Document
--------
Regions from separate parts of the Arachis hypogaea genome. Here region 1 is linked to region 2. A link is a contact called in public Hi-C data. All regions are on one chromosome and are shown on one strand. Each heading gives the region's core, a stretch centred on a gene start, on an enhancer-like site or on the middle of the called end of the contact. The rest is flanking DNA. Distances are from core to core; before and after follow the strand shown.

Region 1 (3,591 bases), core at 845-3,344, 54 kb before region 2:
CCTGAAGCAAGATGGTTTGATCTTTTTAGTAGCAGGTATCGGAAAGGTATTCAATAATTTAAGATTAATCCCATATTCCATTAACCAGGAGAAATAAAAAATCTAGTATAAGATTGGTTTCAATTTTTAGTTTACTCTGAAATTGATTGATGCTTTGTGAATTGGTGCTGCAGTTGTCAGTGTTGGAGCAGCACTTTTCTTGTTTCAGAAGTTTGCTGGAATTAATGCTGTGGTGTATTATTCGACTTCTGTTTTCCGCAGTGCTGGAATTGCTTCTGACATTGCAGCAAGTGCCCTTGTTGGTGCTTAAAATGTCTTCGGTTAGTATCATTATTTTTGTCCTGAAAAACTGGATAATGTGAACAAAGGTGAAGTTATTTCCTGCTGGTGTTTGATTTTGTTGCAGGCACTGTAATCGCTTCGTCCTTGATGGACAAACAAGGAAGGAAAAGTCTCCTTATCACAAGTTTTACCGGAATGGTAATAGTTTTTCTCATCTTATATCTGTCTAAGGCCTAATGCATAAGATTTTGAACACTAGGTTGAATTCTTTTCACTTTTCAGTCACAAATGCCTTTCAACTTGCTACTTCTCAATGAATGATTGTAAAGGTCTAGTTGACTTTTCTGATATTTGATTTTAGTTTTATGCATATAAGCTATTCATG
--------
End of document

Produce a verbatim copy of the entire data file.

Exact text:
Regions from separate parts of the Arachis hypogaea genome. Here region 1 is linked to region 2. A link is a contact called in public Hi-C data. All regions are on one chromosome and are shown on one strand. Each heading gives the region's core, a stretch centred on a gene start, on an enhancer-like site or on the middle of the called end of the contact. The rest is flanking DNA. Distances are from core to core; before and after follow the strand shown.

Region 1 (3,591 bases), core at 845-3,344, 54 kb before region 2:
CCTGAAGCAAGATGGTTTGATCTTTTTAGTAGCAGGTATCGGAAAGGTATTCAATAATTTAAGATTAATCCCATATTCCATTAACCAGGAGAAATAAAAAATCTAGTATAAGATTGGTTTCAATTTTTAGTTTACTCTGAAATTGATTGATGCTTTGTGAATTGGTGCTGCAGTTGTCAGTGTTGGAGCAGCACTTTTCTTGTTTCAGAAGTTTGCTGGAATTAATGCTGTGGTGTATTATTCGACTTCTGTTTTCCGCAGTGCTGGAATTGCTTCTGACATTGCAGCAAGTGCCCTTGTTGGTGCTTAAAATGTCTTCGGTTAGTATCATTATTTTTGTCCTGAAAAACTGGATAATGTGAACAAAGGTGAAGTTATTTCCTGCTGGTGTTTGATTTTGTTGCAGGCACTGTAATCGCTTCGTCCTTGATGGACAAACAAGGAAGGAAAAGTCTCCTTATCACAAGTTTTACCGGAATGGTAATAGTTTTTCTCATCTTATATCTGTCTAAGGCCTAATGCATAAGATTTTGAACACTAGGTTGAATTCTTTTCACTTTTCAGTCACAAATGCCTTTCAACTTGCTACTTCTCAATGAATGATTGTAAAGGTCTAGTTGACTTTTCTGATATTTGATTTTAGTTTTATGCATATAAGCTATTCATG